SPRING CONFERENCE 2018

ADVANCING UNDERSTANDING OF MENTAL ILLNESS

Thursday 12th & Friday 13th April 2018, Sheraton Hotel,
Athlone

CPD credits

WELCOME

Dear colleagues

Our College is growing and so is our conference. Both depend on the spirit of volunteerism of our members. Much of the planning, organisation and inspiration of the conference has been achieved by members in their own time. I would especially like to thank the conference academic committee, who guided me and tolerated crackly teleconference lines!

My wish for the conference is that the spirit of volunteerism begins to see rewards from the College. I hope the programme will help us work towards a greater understanding of where we are as a profession, and in turn, enhance the College’s ability to advocate on our behalf and our patients. As at all conferences, there is informal networking. Hopefully this will develop into a formal network with the ability to use the conference and College structures to achieve what psychiatry in Ireland needs to be excellent.

In the future, I would like to continue a number of themes, particularly through the parallel sessions. Professional Competence for a while now has been a permanent slot. I’m hoping that Ethics, Law and a session on how to support our own mental health will also be regular topics on the programme. The poster exhibition is another fixed slot which I think works well as an opportunity to showcase and explore psychiatry beyond service provision. There has been discussion about changing the format of the poster display and I’d welcome any suggestions.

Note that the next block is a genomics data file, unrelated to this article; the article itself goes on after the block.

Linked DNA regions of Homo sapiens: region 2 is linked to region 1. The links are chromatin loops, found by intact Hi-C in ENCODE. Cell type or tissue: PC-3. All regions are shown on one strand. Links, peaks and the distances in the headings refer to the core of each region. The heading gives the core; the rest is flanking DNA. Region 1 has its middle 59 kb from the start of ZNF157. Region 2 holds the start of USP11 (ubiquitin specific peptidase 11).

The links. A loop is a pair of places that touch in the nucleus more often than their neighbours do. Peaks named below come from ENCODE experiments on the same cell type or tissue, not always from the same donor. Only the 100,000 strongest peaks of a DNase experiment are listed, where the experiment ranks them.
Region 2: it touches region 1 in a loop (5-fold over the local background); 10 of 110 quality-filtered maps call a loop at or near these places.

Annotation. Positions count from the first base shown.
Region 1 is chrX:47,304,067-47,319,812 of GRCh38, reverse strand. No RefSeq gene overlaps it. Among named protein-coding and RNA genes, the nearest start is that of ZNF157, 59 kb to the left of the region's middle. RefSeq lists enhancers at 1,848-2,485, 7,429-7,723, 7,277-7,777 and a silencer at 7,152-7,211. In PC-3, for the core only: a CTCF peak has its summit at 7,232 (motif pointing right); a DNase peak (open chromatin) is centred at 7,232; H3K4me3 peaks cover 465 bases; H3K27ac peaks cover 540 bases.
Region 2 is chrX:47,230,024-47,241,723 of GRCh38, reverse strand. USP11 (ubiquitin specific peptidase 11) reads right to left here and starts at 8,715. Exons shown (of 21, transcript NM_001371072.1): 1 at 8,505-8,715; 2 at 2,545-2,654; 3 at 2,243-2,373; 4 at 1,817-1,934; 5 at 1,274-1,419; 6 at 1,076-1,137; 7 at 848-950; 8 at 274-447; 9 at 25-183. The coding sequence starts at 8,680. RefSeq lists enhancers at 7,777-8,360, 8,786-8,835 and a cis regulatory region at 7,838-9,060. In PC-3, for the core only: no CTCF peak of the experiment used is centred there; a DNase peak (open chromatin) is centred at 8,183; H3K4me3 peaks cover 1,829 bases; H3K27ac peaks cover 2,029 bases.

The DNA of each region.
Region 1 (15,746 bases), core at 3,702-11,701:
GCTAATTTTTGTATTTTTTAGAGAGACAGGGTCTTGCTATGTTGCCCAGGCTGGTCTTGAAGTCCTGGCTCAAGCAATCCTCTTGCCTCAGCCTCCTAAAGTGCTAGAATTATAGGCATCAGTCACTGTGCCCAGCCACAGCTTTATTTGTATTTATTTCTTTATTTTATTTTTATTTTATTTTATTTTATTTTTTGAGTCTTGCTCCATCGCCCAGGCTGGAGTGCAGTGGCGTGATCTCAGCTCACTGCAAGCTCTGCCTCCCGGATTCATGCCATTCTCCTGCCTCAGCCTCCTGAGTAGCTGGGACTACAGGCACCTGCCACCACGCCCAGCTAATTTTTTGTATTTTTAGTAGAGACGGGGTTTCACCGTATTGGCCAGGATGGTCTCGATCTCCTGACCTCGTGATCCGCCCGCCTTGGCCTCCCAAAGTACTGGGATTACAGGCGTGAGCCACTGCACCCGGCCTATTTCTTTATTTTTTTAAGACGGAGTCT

I’d like to welcome our speakers from outside Ireland and thank all our speakers and chairs. Again, this conference would not be possible without your spirit of volunteerism.

Please don’t forget the social side of the conference. There is our very popular conference dinner, and I’m sure a hearty performance from the College Choir on Thursday evening. I’d like to invite everyone to also attend the CSCST Graduation and Examination Award Ceremony to welcome the future members of our growing College.

With best wishes for a most successful event.

Dr William Flannery
Vice President and Conference Academic Coordinator

PROGRAMME

From 08:15
REGISTRATION & POSTER EXHIBITION

08:45 – 09:00
WELCOME ADDRESS & INTRODUCTION
Dr John Hillery, President

09:00 – 10:45
OMATIZATION AND FUNCTIONAL DISORDERS
Chair: Dr Catherine Corby

SOMATIC SYMPTOM DISORDER – EXPLAINING THE (MEDICALLY) UNEXPLAINED
DR SIOBHAN MACHALE, BEAUMONT HOSPITAL DUBLIN
Understanding the role of autonomic hyperarousal in triggering multiple somatic symptoms, and how functional disorder is missed in the course of multiple structural investigations, is central in the assessment and management of patients with Somatic Symptom Disorder. Learning to speak a psychosomatic language allows us to communicate most effectively with our patients and optimise clinical outcomes.

SOMATIZATION IN CHILDREN AND ADOLESCENTS
EMERITUS PROF MARIA GARRALDA HUALDE, IMPERIAL COLLEGE LONDON